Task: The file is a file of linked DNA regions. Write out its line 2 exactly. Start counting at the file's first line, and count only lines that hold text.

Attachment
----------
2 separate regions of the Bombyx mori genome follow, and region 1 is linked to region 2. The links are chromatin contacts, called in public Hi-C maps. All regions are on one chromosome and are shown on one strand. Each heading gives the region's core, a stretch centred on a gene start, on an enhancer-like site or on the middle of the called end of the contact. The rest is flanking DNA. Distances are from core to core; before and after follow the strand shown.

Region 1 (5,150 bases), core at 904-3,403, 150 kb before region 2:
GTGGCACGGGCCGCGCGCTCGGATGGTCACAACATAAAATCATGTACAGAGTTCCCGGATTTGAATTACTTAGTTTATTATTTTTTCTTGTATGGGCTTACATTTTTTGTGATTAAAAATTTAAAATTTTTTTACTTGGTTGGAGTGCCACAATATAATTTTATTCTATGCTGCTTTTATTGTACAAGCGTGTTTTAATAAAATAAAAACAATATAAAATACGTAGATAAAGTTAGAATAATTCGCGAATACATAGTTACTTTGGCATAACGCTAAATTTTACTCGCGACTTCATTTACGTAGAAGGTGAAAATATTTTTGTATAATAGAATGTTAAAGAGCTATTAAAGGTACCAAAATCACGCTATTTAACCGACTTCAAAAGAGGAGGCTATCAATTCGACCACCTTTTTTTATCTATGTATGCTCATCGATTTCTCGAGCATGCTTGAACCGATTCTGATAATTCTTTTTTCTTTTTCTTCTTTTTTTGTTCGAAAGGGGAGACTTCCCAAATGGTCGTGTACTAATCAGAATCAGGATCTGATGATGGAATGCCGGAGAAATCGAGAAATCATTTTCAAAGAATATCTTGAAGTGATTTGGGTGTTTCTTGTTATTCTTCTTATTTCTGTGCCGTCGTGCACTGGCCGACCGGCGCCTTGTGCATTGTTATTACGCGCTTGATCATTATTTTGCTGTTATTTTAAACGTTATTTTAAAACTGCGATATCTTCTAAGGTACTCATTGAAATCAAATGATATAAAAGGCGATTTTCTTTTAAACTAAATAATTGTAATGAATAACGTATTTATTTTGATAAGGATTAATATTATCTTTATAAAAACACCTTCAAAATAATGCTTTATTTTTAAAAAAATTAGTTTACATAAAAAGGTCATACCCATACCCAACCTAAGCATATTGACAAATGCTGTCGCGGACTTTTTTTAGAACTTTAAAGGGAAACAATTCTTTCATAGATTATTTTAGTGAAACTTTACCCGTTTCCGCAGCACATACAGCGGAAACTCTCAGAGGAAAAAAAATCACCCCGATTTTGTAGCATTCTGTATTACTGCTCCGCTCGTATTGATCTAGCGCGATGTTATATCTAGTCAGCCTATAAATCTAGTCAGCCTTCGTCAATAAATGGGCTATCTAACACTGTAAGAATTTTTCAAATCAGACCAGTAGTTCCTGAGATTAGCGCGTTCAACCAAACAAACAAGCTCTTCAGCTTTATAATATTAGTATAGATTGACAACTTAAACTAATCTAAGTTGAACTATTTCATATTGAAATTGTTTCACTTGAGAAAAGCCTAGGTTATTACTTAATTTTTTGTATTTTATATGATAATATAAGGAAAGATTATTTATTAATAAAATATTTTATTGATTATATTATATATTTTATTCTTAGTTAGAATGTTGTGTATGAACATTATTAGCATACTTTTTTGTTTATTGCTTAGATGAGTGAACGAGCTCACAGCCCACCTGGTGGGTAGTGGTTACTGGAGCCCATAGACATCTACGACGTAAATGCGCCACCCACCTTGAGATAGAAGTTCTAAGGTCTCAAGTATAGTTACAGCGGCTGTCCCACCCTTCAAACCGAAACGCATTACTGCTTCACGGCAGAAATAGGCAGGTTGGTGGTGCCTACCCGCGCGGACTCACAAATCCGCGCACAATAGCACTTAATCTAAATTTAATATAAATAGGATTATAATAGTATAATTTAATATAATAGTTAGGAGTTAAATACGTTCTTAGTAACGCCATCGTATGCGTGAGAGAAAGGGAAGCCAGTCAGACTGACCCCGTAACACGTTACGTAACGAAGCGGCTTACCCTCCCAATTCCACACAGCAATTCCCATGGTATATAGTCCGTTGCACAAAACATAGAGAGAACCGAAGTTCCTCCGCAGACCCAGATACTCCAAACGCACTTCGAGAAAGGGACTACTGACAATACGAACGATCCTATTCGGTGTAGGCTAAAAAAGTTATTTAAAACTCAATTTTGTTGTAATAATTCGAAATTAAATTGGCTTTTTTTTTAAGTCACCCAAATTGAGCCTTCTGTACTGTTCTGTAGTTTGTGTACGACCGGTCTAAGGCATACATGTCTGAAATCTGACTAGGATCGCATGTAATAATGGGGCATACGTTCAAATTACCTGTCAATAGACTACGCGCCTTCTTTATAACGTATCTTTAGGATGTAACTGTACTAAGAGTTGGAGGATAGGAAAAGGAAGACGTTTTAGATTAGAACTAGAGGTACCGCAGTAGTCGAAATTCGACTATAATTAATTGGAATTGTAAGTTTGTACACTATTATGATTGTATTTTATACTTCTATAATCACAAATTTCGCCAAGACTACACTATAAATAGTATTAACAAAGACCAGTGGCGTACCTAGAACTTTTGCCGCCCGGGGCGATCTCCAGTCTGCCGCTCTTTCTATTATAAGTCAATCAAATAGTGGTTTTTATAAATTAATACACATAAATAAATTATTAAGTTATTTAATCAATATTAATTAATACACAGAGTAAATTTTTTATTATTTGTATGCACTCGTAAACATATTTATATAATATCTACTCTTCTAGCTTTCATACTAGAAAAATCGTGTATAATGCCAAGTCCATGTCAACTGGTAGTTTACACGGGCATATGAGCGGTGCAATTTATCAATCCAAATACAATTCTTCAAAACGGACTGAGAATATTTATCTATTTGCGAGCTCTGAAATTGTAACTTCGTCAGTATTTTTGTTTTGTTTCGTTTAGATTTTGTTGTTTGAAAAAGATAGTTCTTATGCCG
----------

Region 1 (5,150 bases), core at 904-3,403, 150 kb before region 2: